Latvia's president is elected for four years and the duties include foreign affairs and defense. The president also can propose legislation and can return measures approved by the Saeima for reconsideration.

Vike-Freiberga was certainly a thorn in the side of the political elite. She dominated the Latvian political stage from 1999 to 2007, and achieved unheard-of levels of popular support from a jaded public that is typically suspicious of the political class. Indeed, her success was largely based on her status as an outsider -- a retired psychology professor from the French-speaking University of Montreal in Canada, she had been resident in Latvia for less than a year when elected president. She devoted most of her presidency to foreign affairs, believing that Latvia's future security would be guaranteed by rapid accession to the European Union and NATO.

In Latvia, if nowhere else, she was seen as a major international player. This also meant that she rose above the grubby infighting of the Latvian political scene. As a result, she was an inspirational figure, representing the Latvia that many wanted to see -- sophisticated, intellectual, and punching above its weight -- rather than the Latvia that actually existed.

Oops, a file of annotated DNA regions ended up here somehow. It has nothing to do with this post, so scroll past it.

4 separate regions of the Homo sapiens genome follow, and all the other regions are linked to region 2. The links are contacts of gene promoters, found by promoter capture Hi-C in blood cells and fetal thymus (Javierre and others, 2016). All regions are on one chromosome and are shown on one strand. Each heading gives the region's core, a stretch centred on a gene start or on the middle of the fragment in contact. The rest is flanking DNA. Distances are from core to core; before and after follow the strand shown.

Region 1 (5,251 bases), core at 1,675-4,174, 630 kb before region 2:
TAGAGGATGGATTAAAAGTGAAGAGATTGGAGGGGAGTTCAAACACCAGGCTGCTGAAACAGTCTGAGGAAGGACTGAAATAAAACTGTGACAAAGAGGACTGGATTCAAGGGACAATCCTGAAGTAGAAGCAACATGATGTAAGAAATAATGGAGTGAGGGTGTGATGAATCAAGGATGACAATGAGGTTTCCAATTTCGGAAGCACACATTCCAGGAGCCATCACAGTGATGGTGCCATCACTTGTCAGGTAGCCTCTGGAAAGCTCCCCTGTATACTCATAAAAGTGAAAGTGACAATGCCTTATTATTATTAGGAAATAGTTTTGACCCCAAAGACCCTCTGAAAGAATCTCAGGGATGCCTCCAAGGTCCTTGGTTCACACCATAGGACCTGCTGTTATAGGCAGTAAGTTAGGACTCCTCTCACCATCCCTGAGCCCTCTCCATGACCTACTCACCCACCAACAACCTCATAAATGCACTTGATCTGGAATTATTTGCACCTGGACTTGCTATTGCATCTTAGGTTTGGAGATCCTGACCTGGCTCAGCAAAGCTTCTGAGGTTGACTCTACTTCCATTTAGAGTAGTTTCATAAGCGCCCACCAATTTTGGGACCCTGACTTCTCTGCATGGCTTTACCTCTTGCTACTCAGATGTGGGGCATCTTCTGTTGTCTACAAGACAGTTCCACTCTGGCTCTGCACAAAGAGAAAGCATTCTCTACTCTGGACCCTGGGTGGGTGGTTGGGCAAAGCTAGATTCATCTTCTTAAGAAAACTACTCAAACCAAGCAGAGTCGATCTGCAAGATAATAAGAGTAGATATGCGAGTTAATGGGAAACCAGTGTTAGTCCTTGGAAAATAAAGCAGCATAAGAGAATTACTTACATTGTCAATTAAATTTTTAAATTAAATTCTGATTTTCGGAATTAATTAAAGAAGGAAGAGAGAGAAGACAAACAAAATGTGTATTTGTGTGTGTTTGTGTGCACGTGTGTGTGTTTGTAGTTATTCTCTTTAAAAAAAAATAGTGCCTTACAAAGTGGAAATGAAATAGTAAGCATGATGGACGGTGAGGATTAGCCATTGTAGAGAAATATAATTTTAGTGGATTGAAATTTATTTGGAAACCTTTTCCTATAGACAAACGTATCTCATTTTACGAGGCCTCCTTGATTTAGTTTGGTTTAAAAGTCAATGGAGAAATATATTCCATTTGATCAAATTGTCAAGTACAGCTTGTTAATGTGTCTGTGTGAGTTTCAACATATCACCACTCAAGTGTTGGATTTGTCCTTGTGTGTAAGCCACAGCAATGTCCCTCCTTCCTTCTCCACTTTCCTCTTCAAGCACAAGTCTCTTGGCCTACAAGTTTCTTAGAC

In contrast, Zatlers, with his ill-fitting suits, stumbling English (in contrast to his fluent Russian), and murky personal finances is far more representative of contemporary Latvia. There are surely very few adult Latvians who have not made a "gratitude payment" or bribe to a physician, policeman, or bureaucrat.


And this is where Zatlers' political opportunity presents itself. By bringing national attention to petty corruption, it may finally be tackled in a substantive way. Indeed, a determined focus on domestic affairs, particularly the long-standing problems with corruption, civil culture, and tolerance that were sidelined in the race to join the EU and NATO, will differentiate him from his predecessor's diplomatic globe-trotting.

Zatlers has the opportunity to publicly demonstrate how an individual can admit past mistakes and change for the better. If he can overcome the blistering nomination process and difficult start to his tenure and substantively tackle these domestic issues, then, against all the odds, his presidency may well prove far more inspiring than that of his predecessor.